I have a friend, pregnant with her second child, who has very few corporate maternity outfits and several more months in which she still needs to dress in corporate attire. Unfortunately, as much as we Canberrans like to think that Canberra is a 'real' city and has all the shopping opportunities of places like Sydney or Melbourne, the sad fact is that we just don't have the population to support such niche markets as corporate maternity wear.
So, being the seamstress that I am, and my friend being my dear childhood friend who I love very much, I offered to make her some dresses. Me, who hasn't made anything for another adult since I finished my fleece and hoodie phase two years ago.
I found a maternity dress pattern (KwikSew 3486) on sale a few weeks ago ($9.50 down to $4.75!), and went fabric shopping with glee - those two are the fun parts - but the construction of the dress itself...
If you're reading this blog, you probably know exactly what I'm talking about. With new patterns come new levels of tedium: tracing the pattern out, cutting the pattern pieces out, tracing it out (again) onto the toile fabric, cutting it out (again!), and then figuring out the quirks of that pattern... only to have to trace it out yet again (onto the fashion fabric) and cut it out one last time before you can get to the relaxing, fun part of actually sewing the garment together and getting that satisfaction of seeing it all come together smoothly and knowing that when you wear it, people will ooh and ahh and be oh-so-surprised that you made it yourself.
Except in this case, you don't get that very last bit. You don't get to wear it at all - it's not even your size. It's for your dear friend, who, even pregnant, is smaller than you (curse her and her tiny frame!) so even if you planned on re-using the pattern for yourself, you're still going to have to go through all that new-pattern tedium to get to a garment you can actually wear yourself.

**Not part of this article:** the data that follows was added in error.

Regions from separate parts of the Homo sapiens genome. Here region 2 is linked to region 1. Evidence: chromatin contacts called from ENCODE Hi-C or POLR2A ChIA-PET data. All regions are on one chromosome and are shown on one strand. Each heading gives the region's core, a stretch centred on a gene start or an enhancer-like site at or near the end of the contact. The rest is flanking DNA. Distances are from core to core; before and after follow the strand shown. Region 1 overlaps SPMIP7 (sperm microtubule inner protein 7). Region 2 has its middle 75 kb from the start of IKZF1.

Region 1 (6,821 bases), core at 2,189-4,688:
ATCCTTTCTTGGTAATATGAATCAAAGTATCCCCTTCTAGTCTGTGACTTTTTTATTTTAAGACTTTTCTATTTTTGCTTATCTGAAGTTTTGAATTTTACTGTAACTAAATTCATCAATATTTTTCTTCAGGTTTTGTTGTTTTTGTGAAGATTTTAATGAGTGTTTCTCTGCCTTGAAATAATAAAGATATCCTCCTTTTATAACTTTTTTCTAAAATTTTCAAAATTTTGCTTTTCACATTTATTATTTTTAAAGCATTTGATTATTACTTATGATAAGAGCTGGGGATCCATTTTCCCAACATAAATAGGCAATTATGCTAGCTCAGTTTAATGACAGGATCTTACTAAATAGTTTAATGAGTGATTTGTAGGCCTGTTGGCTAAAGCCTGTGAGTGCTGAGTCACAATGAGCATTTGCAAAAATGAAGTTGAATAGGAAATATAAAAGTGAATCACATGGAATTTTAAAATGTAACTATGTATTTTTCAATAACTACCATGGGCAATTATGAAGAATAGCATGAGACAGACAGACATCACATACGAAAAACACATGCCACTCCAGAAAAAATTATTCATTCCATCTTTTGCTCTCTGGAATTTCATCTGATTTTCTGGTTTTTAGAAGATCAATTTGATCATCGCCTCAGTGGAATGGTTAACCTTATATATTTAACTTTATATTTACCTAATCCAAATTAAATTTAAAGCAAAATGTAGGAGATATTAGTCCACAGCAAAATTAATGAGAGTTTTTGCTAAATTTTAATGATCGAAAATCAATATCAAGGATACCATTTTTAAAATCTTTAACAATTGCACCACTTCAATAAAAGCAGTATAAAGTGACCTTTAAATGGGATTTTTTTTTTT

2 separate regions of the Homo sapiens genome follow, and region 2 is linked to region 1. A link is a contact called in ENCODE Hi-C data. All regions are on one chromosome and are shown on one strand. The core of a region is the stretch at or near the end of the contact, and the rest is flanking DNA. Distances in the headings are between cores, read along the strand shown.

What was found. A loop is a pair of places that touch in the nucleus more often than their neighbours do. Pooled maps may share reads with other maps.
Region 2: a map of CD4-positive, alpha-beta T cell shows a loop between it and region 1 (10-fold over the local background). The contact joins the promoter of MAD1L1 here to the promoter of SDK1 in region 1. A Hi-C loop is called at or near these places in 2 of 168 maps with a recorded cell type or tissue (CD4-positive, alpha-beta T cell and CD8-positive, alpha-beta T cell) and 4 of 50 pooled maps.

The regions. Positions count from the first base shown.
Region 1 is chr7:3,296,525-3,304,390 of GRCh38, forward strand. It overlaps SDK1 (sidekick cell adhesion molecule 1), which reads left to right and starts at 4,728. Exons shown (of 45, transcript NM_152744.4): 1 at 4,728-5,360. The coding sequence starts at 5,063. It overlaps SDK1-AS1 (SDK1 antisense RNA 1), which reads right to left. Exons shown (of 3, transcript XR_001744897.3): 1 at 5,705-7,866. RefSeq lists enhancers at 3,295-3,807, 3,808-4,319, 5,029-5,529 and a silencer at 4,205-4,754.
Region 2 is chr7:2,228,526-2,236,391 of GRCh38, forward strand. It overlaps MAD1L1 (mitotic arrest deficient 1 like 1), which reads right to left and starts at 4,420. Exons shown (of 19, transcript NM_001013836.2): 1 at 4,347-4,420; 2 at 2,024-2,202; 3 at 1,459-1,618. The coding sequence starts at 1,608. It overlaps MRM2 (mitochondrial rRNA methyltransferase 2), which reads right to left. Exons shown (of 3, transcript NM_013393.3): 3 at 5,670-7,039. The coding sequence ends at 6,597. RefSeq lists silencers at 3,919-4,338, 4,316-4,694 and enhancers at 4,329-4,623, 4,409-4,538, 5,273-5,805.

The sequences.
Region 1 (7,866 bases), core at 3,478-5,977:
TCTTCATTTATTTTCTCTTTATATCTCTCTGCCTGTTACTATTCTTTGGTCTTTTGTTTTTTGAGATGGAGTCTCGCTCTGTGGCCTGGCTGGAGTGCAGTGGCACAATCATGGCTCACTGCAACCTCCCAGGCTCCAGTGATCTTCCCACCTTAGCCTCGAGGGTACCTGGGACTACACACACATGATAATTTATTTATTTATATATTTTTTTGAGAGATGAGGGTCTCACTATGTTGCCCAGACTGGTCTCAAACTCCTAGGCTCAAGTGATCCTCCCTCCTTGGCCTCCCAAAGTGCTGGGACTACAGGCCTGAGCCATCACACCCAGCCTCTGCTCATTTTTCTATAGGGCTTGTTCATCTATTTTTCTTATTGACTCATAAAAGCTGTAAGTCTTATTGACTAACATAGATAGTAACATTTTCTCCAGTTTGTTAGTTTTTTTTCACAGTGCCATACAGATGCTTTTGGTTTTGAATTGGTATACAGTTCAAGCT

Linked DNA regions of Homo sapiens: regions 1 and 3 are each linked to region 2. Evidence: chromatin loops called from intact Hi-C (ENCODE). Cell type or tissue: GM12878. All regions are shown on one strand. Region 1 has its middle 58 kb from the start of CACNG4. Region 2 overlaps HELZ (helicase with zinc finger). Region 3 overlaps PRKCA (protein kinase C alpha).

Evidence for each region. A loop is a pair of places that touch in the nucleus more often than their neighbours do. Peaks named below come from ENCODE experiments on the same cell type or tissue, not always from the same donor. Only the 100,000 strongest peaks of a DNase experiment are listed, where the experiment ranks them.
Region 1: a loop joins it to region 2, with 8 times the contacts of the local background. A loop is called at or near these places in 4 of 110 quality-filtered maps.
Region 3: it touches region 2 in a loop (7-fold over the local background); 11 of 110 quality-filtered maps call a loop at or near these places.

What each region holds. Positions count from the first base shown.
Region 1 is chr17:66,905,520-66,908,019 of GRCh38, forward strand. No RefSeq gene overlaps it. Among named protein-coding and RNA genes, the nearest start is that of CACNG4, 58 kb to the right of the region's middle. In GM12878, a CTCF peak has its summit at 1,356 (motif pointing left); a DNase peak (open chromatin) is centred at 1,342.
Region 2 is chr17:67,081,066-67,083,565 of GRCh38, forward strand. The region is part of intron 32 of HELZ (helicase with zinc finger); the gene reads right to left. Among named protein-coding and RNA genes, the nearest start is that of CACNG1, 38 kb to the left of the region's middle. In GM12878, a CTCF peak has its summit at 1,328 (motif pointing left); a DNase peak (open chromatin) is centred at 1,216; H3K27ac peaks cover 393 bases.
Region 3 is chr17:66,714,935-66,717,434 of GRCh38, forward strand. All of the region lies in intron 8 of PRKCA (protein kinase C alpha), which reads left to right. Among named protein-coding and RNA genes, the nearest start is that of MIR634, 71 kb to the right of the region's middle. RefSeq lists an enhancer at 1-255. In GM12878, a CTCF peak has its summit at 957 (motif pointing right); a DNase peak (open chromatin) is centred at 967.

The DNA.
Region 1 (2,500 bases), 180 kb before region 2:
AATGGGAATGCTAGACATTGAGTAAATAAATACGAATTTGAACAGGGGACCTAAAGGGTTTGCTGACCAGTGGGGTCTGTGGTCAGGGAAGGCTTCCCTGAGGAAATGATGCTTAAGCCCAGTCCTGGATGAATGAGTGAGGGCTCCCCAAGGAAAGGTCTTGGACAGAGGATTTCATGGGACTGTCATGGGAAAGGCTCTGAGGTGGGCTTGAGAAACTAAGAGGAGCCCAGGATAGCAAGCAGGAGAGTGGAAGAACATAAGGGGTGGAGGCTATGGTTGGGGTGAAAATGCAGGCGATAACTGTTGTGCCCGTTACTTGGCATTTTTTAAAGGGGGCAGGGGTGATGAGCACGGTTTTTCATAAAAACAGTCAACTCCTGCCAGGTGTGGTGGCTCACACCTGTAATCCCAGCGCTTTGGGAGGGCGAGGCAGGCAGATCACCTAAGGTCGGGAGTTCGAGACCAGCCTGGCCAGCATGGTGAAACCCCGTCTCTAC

[Side note: don't judge me - a maternity dress is basically just a normal empire-waisted dress with a little more fabric at the front. Nothing wrong with that on a non-pregnant woman... oh stop it, I already said don't judge me!]
After buying the pattern, I made two more dresses (based loosely off V4868) before I even traced the pattern out onto my Swedish tracing paper. To cut it out, trace it onto the toile and cut it out again, I had to distract myself by binge-watching the entire Harry Potter series. This is a really simple pattern, with only ten pattern pieces. It took me five movies to finish the cutting and tracing.
Somehow, I managed to trace and cut out all fourteen pattern pieces of a second dress (Muse Patterns' Melissa dress, a button-up for myself - it's technically sixteen pieces, but I didn't do the sleeves) during movie number six. I traced and cut out the toile during movie number seven. And then I just watched movie number eight with a box of tissues and some hot chocolate, because come on, have you seen the second half of Harry Potter and the Deathly Hallows?
Tonight, since I'd run out of Harry Potter movies, I finally stopped procrastinating and started sewing my toile for my friend's dress. I have the pieces of my Melissa toile sitting on my shelf, a silent promise that once I'm done, I can sew it up and enjoy my reward for persevering through the selfless sewing.
Anyway, the point of all that is this: isn't it funny how when you get a new pattern for yourself, you can whip through all the boring bits and get to the fun stuff within what feels like only a few hours (and you don't even care that it's 2am by the time you're done) but when you're sewing for someone else, all you can do is procrastinate? Don't get me wrong, I don't resent offering to make the dress, and it's still enjoyable... but not as enjoyable as the one I'll make for myself later on.
Please tell me I'm not the only selfish sewist here! What part/s do you always put off with sewing projects? How do you make yourself push through it?